The Krym (Crimea) peninsula projects into the Black Sea like a large hammer, only to be connected with the rest of the country by a narrow, 10 km wide isthmus in the north-west and and a long bridge in the north-east. Especially in the north, many islets and lakes cover the land. From the north to the south it's more than 200 km, from the east to the west it's around 350 km at most. The whole peninsula is 26,000 km² big - only slightly smaller than Belgium. Except for the southern coast, the land is as flat as a pancake and covered by steppe and salt marshes. This is best to be seen between Dshankoy in the north and Simferopol. Along the southern coastline between Feodossiya and Sevastopol, the Crimean mountains towers the Black Sea. The highest peak is the 1,545 m high Roman-Kosh. There are also several cañon-like valleys between the mountains. Thanks to the mountain range, the southern coast is protected against cold wind from the north and therefore almost subtropical. This allows winegrowing and the production of the famous Crimean champagne.

Endless salt marshes
Flat as a pancake: water and land in the north

Numerous tribes and nations left their traces on the peninsula. Probably the first was the Tauri tribe of the Cimmerian people, next the Scythians, to be followed by ancient Greeks. At that time, the Crimea was known as the "Tauris" peninsula. After the Greeks, the Genovans came. Mongols of the Golden Horde, Turks and eventually the Russians settled in the area. The present-day name "Krym (Crimea)" probably derives from the Mongolian word for "rock" and refers to the southern part of the peninsula. Tatar tribes managed to remove the Mongolians and founded their own Khanate. The small city of Bachtchisaray became the capital, with the Khanate's residence still existing today. The Krym-Tatars grew very strong and even exacted tribute from the Russian tsars. They even raided Moscow in the 16th century when the Tsar refused to pay. Due to the Crimean war in 1853, many Tatars left the peninsula. In world war II, the German army besieged the peninsula for 8 long months before they managed to invade. After the end of the war, Stalin expelled many minorities and didn't spare the rym-Tatars. They were accused of collaborating with Nazi-Germany and brutally expelled with most of them ending up somewhere in Siberia.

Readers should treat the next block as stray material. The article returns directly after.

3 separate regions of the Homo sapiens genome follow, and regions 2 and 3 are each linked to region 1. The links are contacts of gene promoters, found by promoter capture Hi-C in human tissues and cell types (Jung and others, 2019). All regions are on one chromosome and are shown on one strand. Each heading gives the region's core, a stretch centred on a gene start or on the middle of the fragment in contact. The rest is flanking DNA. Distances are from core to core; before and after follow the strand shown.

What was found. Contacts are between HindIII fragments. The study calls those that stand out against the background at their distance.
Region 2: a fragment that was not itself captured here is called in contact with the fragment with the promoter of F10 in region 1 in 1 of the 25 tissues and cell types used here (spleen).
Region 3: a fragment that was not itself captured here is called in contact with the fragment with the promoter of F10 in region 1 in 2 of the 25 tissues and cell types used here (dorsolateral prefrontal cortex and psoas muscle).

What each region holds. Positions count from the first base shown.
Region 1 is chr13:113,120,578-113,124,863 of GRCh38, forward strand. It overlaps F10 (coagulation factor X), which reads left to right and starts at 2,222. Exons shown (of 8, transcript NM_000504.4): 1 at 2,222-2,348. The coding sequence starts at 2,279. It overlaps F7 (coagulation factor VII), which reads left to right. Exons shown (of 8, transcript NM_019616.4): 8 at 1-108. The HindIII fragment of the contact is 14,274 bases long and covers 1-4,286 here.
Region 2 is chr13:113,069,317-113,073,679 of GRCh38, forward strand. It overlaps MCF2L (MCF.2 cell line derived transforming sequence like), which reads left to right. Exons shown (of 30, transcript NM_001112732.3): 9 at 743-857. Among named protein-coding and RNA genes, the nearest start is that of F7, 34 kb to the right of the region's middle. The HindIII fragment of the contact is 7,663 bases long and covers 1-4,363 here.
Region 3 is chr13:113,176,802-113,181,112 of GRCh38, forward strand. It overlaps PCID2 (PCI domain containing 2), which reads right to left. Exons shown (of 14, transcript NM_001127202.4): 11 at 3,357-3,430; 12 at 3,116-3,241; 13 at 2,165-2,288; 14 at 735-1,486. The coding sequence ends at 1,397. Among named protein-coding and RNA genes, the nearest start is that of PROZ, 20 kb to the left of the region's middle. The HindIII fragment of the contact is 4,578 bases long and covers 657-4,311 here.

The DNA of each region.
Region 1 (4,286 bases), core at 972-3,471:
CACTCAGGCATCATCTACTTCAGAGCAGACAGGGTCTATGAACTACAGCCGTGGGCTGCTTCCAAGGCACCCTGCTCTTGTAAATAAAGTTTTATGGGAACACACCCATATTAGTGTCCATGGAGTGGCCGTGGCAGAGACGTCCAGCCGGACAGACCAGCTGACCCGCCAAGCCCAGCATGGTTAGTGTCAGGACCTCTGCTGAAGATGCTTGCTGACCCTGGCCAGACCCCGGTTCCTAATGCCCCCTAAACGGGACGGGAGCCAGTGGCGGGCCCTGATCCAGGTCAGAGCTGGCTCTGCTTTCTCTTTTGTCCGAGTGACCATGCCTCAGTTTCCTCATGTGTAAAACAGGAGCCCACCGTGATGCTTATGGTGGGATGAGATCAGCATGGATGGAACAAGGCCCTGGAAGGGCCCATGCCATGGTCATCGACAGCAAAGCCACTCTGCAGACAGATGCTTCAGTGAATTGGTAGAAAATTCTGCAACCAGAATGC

Today, more and more Krym-Tatars are returning to their homeland. The Crimea has around 2.3 million inhabitants, around 70% of them Russians. The biggest minority of course are the Ukrainians, but there are also Armenian, Greek and above-mentioned Krym-Tatar minorities. The fact that the Crimea has been influenced by many nations, is still visible today. And so it comes as no surprise to see even minarets here and there.



We decided to move on to Yalta, so I can't recommend any place to stay in Simferopol personally - since most visitors move on as well, selection is probably limited to that of a typical smaller town.


  • Official website of Simferopol - badly laid-out and in Ukrainian only (as of 2008). Apparently, it's not easy to find information in English on Simferopol.

Do you have or do you know a good website about Simferopol? Don't hesitate, let me know! After checking it, I would love to add it to the link list. You can submit a link by using the →contact form. Note that commercial websites will be treated differently.